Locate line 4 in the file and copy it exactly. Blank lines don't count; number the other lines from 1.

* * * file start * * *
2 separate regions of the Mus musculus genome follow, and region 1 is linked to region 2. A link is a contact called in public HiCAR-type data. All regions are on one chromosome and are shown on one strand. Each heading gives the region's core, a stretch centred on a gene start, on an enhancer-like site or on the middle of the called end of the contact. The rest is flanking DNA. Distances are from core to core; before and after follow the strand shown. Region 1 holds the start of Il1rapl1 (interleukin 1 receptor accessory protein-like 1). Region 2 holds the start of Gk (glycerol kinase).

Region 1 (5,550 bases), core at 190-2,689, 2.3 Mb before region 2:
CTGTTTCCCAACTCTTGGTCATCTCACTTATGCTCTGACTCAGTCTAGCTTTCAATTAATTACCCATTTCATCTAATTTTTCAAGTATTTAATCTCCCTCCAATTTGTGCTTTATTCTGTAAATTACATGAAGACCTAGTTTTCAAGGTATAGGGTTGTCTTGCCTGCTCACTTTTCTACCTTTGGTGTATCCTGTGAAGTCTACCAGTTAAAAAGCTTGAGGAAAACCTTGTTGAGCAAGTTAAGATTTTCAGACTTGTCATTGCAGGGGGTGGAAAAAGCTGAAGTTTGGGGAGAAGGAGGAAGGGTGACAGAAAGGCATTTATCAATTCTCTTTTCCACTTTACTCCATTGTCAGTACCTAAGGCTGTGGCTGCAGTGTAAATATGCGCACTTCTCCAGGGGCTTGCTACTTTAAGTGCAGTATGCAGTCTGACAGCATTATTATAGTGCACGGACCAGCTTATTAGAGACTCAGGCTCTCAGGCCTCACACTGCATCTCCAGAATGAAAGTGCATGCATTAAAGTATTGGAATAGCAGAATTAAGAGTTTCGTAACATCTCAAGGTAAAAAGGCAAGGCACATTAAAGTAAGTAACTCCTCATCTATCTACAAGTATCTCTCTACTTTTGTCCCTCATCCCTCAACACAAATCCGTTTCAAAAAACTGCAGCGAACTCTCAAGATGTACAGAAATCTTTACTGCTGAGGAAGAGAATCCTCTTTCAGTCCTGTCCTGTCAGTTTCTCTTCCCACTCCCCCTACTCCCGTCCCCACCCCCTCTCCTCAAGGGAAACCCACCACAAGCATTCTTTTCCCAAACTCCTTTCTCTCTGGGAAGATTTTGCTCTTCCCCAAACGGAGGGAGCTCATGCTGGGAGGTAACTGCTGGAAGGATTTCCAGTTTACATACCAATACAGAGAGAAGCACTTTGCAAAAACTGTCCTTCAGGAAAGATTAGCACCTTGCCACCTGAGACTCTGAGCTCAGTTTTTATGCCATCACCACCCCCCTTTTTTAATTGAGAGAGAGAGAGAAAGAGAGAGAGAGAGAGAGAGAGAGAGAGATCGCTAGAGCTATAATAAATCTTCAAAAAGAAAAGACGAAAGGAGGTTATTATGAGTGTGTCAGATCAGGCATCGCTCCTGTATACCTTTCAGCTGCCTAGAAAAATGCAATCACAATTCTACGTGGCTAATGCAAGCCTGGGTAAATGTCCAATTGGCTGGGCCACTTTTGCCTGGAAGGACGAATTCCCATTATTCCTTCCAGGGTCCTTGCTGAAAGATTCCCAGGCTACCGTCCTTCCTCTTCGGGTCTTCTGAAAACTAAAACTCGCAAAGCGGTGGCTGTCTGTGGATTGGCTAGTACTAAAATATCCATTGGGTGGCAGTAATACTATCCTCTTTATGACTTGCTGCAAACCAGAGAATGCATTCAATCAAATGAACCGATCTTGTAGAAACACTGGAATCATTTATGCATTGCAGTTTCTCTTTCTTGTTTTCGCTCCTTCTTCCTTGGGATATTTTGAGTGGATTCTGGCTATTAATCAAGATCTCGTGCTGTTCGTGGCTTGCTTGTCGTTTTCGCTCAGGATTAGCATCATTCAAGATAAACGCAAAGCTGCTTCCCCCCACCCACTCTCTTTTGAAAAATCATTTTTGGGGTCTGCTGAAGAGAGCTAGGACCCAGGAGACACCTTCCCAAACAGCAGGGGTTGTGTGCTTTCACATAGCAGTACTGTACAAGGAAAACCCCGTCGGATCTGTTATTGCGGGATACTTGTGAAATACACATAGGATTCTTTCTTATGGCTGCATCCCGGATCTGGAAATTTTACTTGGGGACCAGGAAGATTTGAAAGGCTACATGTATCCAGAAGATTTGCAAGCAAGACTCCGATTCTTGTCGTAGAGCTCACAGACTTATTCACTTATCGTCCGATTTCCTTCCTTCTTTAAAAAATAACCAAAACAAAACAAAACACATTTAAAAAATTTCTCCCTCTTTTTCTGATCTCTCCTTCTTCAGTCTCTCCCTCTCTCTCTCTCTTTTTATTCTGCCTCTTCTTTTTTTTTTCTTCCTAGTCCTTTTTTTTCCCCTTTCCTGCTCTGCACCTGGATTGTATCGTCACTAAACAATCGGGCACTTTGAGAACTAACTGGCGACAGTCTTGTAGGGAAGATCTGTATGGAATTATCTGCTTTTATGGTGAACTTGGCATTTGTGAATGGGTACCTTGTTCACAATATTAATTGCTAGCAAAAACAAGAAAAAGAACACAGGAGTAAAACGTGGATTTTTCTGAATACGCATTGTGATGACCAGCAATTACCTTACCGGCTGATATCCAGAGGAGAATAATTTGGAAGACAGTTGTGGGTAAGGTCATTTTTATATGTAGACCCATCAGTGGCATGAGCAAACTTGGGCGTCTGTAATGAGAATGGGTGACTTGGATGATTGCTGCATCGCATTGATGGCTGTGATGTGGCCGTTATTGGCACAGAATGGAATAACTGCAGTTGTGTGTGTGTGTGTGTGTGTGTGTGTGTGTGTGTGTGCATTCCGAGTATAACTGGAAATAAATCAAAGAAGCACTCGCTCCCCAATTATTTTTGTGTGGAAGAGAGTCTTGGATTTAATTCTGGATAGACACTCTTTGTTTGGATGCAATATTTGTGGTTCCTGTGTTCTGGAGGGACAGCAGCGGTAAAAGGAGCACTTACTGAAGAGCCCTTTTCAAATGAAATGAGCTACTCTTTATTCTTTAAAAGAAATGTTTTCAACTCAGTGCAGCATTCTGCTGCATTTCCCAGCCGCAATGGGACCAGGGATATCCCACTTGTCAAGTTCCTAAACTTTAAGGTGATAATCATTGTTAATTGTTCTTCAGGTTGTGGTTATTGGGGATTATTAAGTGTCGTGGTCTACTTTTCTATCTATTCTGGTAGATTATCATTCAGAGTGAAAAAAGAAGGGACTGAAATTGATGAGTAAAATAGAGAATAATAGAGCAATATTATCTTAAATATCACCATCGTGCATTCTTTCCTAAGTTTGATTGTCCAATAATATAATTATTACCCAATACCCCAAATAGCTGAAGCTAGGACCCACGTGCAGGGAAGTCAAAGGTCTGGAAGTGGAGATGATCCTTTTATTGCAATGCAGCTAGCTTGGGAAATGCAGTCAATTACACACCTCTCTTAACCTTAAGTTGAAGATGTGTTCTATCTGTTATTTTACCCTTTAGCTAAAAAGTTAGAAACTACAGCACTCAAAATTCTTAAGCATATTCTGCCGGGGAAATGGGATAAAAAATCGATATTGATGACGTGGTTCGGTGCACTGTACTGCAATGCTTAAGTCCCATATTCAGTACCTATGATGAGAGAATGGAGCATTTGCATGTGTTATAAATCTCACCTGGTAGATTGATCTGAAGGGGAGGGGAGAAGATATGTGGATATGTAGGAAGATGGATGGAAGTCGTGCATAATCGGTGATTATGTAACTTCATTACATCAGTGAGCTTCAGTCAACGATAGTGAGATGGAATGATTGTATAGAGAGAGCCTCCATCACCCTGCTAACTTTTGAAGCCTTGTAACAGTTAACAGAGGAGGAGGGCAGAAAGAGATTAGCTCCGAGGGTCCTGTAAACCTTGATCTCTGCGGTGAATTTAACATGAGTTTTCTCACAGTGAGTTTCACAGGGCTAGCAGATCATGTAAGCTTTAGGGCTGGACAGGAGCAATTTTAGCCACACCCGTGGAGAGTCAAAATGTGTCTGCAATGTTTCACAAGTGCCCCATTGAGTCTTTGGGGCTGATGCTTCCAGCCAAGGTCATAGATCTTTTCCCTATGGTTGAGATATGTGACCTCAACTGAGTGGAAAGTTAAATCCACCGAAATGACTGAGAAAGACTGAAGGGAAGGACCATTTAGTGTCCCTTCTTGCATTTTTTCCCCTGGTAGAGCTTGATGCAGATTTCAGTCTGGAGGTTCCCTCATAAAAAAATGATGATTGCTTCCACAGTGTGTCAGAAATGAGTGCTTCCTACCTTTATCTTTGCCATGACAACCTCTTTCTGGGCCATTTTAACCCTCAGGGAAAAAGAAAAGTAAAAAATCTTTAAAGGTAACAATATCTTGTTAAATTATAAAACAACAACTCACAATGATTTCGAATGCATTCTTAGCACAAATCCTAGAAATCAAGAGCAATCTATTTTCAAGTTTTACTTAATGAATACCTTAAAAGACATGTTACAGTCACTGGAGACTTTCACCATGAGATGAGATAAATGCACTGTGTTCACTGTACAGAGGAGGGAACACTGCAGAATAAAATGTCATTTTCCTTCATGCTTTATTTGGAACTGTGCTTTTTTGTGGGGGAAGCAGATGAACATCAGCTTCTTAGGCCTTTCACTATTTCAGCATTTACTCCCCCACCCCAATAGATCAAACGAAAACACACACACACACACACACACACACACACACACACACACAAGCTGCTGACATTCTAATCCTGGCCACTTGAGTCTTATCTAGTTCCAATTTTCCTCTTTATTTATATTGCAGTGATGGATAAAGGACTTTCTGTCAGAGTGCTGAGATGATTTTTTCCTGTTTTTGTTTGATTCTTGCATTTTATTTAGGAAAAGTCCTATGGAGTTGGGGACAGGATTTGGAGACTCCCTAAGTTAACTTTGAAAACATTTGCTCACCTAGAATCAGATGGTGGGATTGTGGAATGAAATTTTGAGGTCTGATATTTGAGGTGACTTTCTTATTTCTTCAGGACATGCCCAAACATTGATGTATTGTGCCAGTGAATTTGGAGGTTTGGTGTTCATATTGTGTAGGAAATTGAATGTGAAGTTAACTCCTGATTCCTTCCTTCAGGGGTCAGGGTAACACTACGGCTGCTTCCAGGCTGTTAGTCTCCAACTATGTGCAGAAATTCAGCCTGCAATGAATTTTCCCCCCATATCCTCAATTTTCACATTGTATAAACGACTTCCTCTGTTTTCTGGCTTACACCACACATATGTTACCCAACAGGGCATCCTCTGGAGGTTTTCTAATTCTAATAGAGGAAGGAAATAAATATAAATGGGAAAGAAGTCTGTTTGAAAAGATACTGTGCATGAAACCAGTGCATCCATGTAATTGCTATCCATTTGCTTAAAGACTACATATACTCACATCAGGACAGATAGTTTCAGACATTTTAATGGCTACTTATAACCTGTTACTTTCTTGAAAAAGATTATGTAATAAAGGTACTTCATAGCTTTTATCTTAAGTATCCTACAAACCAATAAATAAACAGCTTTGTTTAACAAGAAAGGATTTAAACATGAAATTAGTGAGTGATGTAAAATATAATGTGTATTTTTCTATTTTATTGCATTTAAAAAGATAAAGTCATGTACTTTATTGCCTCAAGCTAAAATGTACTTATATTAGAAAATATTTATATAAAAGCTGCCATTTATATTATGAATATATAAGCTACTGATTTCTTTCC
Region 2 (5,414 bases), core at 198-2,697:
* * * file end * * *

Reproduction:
Region 2 (5,414 bases), core at 198-2,697: